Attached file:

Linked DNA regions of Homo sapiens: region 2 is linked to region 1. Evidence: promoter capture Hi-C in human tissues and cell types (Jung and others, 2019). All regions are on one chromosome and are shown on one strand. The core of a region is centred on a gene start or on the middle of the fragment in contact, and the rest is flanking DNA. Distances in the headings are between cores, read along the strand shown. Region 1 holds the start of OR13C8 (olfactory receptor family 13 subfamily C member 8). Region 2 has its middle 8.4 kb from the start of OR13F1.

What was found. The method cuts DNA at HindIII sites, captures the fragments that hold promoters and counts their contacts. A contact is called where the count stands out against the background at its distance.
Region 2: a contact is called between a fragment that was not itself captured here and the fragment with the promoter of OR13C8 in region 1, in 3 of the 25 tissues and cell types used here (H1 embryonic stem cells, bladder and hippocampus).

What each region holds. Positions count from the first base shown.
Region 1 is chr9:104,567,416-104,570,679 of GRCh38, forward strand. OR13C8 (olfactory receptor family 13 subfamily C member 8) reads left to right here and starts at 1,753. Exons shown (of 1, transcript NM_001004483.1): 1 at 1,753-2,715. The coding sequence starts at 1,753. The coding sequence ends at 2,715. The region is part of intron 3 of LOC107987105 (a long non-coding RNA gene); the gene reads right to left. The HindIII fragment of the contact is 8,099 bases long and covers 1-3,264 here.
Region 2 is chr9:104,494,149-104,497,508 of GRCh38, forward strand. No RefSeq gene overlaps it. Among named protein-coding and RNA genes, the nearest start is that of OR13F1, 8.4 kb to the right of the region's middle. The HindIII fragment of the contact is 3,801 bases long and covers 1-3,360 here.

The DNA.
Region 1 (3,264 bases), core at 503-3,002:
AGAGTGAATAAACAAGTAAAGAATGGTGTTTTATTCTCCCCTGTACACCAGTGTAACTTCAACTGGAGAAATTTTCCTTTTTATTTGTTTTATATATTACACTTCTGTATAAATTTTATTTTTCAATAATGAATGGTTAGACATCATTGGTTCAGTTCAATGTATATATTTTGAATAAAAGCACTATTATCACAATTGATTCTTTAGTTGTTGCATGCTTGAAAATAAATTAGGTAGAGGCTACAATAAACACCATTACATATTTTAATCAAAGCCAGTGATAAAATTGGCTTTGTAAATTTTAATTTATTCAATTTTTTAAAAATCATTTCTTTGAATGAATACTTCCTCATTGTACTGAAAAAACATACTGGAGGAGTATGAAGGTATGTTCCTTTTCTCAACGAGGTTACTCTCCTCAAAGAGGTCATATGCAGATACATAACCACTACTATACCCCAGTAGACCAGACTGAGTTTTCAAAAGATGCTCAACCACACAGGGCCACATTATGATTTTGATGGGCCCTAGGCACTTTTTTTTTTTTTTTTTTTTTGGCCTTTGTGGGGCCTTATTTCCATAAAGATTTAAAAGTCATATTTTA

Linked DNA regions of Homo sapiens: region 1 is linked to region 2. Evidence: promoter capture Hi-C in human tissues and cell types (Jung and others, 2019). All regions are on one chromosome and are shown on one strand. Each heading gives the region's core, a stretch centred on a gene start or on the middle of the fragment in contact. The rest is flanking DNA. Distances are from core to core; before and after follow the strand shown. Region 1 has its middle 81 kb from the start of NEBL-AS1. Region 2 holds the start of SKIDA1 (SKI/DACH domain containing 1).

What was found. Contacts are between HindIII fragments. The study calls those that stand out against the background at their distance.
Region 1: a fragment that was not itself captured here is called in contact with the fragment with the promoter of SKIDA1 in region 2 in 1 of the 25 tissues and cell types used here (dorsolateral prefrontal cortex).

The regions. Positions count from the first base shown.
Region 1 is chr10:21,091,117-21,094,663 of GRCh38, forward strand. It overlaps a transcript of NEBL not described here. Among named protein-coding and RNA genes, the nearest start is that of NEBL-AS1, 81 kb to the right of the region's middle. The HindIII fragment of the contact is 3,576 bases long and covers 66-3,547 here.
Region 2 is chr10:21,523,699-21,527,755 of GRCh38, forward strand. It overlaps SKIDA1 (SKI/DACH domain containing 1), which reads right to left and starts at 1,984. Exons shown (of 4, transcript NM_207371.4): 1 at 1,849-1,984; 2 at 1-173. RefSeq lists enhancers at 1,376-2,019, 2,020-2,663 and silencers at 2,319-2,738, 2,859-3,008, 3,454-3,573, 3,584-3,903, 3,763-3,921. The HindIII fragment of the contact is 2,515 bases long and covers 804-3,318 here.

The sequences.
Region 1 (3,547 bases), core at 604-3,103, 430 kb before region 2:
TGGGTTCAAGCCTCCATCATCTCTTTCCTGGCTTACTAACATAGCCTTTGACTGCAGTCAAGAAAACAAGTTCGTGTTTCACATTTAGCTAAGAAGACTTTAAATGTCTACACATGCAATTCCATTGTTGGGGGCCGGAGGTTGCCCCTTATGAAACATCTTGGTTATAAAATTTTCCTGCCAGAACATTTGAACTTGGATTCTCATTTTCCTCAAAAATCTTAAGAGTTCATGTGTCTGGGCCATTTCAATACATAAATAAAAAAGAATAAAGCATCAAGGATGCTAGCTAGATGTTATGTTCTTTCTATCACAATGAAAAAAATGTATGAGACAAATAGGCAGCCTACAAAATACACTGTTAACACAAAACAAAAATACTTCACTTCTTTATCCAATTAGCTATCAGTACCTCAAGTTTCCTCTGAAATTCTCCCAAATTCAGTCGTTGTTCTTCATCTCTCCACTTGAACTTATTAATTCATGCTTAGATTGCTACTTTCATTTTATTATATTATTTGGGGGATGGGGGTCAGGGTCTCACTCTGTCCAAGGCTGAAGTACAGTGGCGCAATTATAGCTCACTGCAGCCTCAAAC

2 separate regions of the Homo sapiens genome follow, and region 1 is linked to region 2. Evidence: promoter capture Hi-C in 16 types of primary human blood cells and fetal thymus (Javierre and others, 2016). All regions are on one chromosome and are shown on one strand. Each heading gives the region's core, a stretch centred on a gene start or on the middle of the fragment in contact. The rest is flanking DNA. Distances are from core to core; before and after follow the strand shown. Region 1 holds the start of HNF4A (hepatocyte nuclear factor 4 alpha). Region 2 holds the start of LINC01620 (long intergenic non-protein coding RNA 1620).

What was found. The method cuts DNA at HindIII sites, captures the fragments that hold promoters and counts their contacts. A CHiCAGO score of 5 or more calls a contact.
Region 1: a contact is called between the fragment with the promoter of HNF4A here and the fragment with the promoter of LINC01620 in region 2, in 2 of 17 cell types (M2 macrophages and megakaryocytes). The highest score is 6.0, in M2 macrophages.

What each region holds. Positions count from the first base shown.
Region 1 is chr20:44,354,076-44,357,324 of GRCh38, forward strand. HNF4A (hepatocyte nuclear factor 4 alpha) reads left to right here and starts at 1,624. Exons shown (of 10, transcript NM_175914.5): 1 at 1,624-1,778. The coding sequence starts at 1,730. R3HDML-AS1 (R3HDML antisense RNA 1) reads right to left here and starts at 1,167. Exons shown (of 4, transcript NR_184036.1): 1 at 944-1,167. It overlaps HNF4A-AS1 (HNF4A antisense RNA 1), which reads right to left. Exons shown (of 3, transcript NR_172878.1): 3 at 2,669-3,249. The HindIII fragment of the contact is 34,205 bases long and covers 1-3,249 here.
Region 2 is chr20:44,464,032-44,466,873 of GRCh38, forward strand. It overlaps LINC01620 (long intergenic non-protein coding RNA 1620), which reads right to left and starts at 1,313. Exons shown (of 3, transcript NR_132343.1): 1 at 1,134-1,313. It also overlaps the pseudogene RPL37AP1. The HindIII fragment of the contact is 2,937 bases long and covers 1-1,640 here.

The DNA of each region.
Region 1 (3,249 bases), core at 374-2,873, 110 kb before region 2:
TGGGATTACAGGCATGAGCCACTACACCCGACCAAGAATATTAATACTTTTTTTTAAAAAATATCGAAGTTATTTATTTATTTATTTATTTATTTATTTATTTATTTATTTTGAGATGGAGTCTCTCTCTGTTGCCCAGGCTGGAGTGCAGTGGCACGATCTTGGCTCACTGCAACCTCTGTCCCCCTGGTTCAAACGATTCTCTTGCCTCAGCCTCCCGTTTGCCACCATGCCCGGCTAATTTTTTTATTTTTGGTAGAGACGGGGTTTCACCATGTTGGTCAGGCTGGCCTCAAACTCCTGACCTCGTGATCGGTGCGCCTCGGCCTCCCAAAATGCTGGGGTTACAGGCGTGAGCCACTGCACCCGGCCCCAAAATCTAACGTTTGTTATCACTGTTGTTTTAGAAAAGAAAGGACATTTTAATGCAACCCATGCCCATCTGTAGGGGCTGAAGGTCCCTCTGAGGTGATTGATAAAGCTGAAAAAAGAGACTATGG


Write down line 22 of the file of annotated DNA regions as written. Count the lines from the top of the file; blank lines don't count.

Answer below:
What each region holds. Positions count from the first base shown.